Over the past few months, I’ve reconnected with a lot of friends who, over the past few years, there’s simply not been time to see that often. Studying at the university I used to work at, I’ve had a number of lunches and after class/work meetings with old colleagues who remain friends. I’ve started volunteering regularly at a Forest Garden in North London, just once a month, but great for getting out, meeting others, and doing a bit of work with my hands. And did I mention the holidays?

The other day, I worked out all the time I’ve had or am planning to have off work this year, made possible by a combination of my newly-reduced annual leave, buffered by my two non-working days, weekends and time off in lieu:
  • 5 days in Greece in March - a visit, to see two close friends, that I’ve been planning and putting off for the past 5 years, either because of lack of time or money. Although I wasn’t keen to fly, taking the train and ferry just wasn’t feasible (3 days!), and so I’ve put this down as my flights for the year;
  • a day trip to Portsmouth to see a friend I’d not seen since I left there;
  • 11 days down in Dorset: 9 days in Weymouth at the flat of a friend’s parents - 4 with relatives and 5 alone; and then 3 days at the Hilfield Project;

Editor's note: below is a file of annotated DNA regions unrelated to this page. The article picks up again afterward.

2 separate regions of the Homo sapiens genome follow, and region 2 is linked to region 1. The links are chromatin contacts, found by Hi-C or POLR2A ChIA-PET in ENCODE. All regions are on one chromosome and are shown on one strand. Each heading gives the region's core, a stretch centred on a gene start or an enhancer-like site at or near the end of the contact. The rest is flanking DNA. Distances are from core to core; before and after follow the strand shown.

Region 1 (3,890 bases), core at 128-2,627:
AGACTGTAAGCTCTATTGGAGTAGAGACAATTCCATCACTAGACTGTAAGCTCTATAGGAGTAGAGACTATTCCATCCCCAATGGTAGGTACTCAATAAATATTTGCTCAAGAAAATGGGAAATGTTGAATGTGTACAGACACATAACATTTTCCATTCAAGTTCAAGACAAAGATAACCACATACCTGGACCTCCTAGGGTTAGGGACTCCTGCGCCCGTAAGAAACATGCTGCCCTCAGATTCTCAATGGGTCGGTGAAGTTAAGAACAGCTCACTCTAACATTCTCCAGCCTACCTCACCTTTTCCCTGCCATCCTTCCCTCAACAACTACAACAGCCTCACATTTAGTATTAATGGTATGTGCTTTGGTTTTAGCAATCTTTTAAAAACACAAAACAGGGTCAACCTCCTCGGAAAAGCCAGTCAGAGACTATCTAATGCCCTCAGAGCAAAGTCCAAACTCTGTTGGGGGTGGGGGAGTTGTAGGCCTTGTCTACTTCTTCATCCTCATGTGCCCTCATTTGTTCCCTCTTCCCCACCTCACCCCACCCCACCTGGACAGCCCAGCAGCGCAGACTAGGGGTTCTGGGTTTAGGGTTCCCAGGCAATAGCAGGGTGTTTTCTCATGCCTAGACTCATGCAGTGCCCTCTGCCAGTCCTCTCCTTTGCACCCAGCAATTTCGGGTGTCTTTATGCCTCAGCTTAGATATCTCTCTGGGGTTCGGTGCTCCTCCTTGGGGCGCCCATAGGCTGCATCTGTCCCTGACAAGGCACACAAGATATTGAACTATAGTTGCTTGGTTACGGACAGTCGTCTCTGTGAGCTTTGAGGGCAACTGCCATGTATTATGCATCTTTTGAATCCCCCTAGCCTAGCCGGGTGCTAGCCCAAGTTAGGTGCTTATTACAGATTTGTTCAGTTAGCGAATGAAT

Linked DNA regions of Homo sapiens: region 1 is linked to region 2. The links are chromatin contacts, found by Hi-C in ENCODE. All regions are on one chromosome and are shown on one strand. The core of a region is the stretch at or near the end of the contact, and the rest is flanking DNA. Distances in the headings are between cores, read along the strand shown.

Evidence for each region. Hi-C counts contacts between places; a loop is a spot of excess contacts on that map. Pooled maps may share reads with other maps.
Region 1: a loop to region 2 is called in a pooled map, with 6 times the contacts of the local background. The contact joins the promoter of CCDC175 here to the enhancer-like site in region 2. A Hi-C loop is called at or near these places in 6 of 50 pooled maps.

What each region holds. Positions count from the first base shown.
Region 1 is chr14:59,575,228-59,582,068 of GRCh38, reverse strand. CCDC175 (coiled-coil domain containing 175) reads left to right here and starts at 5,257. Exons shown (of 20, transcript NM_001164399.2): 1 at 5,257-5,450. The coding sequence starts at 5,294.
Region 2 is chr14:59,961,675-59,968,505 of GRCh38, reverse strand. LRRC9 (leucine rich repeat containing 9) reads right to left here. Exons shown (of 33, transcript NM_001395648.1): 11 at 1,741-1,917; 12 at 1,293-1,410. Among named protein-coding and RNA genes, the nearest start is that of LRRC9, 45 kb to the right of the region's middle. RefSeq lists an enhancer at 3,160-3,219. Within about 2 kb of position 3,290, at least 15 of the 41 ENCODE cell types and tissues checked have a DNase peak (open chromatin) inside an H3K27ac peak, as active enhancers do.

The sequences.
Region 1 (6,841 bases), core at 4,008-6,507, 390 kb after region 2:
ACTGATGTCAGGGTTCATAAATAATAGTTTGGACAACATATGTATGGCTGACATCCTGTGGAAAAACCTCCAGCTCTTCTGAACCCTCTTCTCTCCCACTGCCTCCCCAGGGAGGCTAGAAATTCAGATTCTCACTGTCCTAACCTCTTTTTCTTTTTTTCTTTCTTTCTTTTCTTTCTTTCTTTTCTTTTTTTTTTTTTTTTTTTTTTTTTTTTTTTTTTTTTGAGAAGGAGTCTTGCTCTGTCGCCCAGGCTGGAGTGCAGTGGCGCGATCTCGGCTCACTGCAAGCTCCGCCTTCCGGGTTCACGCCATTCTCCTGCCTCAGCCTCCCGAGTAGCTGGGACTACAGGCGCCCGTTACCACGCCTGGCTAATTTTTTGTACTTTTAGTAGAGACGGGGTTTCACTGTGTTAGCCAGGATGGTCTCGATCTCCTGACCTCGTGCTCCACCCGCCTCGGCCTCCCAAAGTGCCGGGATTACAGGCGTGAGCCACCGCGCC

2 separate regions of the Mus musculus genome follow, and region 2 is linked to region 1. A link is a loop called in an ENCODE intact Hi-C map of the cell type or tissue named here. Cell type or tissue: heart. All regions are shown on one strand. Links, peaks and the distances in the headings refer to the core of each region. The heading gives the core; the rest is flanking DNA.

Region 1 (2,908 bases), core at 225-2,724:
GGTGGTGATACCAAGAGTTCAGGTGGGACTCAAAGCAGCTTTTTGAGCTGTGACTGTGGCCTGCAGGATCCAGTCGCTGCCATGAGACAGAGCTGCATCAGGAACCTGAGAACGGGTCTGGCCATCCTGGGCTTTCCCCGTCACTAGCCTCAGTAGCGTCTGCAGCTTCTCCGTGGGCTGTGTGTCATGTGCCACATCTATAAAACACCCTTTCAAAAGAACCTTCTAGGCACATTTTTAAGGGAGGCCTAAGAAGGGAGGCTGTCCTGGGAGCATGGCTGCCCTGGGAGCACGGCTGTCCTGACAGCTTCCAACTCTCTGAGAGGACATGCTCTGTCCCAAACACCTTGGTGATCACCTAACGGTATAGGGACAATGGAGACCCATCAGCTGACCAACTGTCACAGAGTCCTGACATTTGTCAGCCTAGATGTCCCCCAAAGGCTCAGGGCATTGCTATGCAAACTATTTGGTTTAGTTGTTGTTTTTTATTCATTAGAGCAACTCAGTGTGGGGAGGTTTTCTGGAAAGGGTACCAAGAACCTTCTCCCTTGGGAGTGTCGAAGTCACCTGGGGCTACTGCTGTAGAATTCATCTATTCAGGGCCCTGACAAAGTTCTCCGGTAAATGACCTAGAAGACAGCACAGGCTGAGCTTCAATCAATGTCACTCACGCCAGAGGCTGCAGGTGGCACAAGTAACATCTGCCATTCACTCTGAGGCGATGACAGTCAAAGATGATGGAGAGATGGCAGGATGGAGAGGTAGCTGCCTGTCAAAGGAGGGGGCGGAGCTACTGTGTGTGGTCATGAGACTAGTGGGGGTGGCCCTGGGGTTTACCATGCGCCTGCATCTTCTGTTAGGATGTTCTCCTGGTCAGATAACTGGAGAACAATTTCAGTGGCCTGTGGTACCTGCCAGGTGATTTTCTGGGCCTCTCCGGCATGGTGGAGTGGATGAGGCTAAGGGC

• 10 days in Edinburgh, staying with a friend or two, enjoying the Free Fringe;
  • the last 10 days of Ramadan off
  • ten days in Cumbria (two working).

That’s immense - apart from Ramadan, then, 35 days that I’ll have spent away, doing with them whatever I please, seeing friends and generally just enjoying not working. And that’s not even counting the other weekends, and the rest of my two non-working days. Compared to two weeks away last year, that’s got to be something worth going part time for.

Now I’m off to take my evening constitutional along the sea-front, maybe take a few dozen pictures in the local nature reserve, and possibly grab some fish and chips on the way home. I might even put on a film, or call a friend, then have myself an early night. I’ll probably spend the day on the beach tomorrow, catching up on my correspondence, or reading the Oliver Sacks’ book that I’ve just started since I bought it last year. So much free time, so many things I could do - and all only if I want to.

Thursday, 2 April 2009

'Forms of Activism'

Thank you to Julia Khadija for kindly, and efficiently writing up the following notes:


A transcript summary of Derek Wall's talk